So the spirochete actually lives in the gut of the tick and when the tick attaches and begins to feed, they little buggers actually migrate up from the tick’s gut toward the salivary glands.  From this spot, the spirochete can actually move in to the host and infect it, so, the longer the tick is allowed to feed, the more likely it is that the bug has time to move up and out and into the host, aka, you or your dog.  Therefore, it is believed that there is little to no danger of infection during the first 12 hours of a tick feeding, but beyond this, the RISK of infection increases exponentially.  Now does that mean we only have 12 hours to remove a tick??  Not exactly, remember we are starting at zero risk of infection.  The Center for Disease control says 36-48 hours and most canine focused groups say 24-48 hours to transmit disease.  The moral of this story is, check yourself and your dog for ticks, every day.  The sooner you get them off, the better.

Happily, we screen for Lyme Disease every year when we take our dog to get their Heartworm test.  But you should still watch for symptoms especially this time of year.  Dogs can have sudden lameness or severe pain in their joints.  They may have a fever, not want to eat or are just generally lethargic.  The first stage of human disease is that famous bulls-eye rash but that is rarely seen in dogs.  Although these symptoms can be associated with other illnesses, it can sometimes take two to five months after a tick bite for symptoms to appear.  You should always let your vet know if your dog has been exposed to ticks especially if you know what kind.

There is a vaccine available for dogs, however it does not protect against actual infection.  In other words, it won’t stop a tick from biting your dog and giving him/her the bug.  If your dog is infected with the bug, there is only a 5% chance that he/she will develop Lyme Disease.  With the vaccine, that risk is reduced to about 1%.  For this reason, vaccinating dogs in non-endemic areas is not recommended per the Companion Animal Parasite Council (they must really love parasites).  In addition, vaccinating your dog does not mean you don’t have to use a preventative. Ticks carry other nasty bugs that can infect your precious pooch, and it still warrants you checking your dog for ticks and removing them ASAP.  Ticks can also carry various strains of B. burgdorferi and the vaccine doesn’t cover them all, similar to the human flu vaccine.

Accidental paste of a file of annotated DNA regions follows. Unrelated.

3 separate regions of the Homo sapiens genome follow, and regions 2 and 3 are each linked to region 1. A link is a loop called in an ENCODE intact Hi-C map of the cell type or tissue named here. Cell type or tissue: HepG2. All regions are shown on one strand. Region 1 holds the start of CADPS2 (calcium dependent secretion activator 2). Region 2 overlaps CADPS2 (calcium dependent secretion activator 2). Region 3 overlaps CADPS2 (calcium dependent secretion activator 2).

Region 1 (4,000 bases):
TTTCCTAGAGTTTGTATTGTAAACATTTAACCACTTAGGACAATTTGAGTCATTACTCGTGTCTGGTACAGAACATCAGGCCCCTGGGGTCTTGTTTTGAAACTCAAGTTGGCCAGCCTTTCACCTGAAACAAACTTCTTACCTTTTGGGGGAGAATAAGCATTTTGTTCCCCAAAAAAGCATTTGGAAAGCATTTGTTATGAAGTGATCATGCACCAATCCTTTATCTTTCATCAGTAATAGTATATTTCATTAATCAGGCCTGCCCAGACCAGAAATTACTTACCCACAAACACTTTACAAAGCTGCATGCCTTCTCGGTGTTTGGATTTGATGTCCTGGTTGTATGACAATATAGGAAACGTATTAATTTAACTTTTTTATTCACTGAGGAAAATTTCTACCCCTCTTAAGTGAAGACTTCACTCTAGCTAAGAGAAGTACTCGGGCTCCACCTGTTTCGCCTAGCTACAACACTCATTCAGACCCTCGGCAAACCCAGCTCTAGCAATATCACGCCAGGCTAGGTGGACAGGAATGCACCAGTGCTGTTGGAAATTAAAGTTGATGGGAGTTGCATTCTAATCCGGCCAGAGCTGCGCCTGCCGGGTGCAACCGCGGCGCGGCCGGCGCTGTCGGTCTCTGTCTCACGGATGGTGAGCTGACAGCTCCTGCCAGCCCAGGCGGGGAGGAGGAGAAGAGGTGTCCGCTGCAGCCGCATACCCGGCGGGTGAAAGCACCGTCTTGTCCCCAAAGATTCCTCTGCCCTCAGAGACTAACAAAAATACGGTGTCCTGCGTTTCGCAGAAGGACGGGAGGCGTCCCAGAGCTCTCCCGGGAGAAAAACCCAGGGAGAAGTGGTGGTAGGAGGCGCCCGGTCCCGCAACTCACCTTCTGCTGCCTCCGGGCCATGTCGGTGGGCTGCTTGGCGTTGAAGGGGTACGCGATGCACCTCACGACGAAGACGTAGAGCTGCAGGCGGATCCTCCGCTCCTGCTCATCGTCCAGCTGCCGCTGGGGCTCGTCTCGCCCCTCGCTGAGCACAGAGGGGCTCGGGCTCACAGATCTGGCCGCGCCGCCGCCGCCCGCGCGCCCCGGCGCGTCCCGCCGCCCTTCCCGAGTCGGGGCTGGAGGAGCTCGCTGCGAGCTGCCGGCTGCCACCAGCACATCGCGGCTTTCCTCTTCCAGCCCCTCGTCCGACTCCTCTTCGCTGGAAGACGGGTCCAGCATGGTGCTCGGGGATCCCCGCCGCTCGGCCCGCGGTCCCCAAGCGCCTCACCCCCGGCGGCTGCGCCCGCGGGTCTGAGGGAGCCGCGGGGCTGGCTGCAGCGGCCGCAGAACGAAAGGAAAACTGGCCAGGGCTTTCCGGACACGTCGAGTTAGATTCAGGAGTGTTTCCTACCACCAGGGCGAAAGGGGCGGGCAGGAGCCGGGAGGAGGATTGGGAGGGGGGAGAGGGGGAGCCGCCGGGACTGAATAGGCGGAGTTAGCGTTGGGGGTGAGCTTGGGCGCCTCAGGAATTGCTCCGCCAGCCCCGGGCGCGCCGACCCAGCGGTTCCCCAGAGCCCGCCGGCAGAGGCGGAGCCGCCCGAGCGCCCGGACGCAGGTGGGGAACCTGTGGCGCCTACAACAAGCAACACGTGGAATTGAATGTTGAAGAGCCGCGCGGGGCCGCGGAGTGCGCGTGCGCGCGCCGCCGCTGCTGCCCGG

I hope you have enjoyed my tour of Lyme, Connecticut.  It’s nice to know that there are people out there studying and researching these types of diseases to keep us and our pets safe.  I am grateful for these researchers because walking thru a field infested with ticks everyday, does not sound like my kind of paying gig.

Happy Hunting!

Katie  

Neuse River Golden Retiever Rescue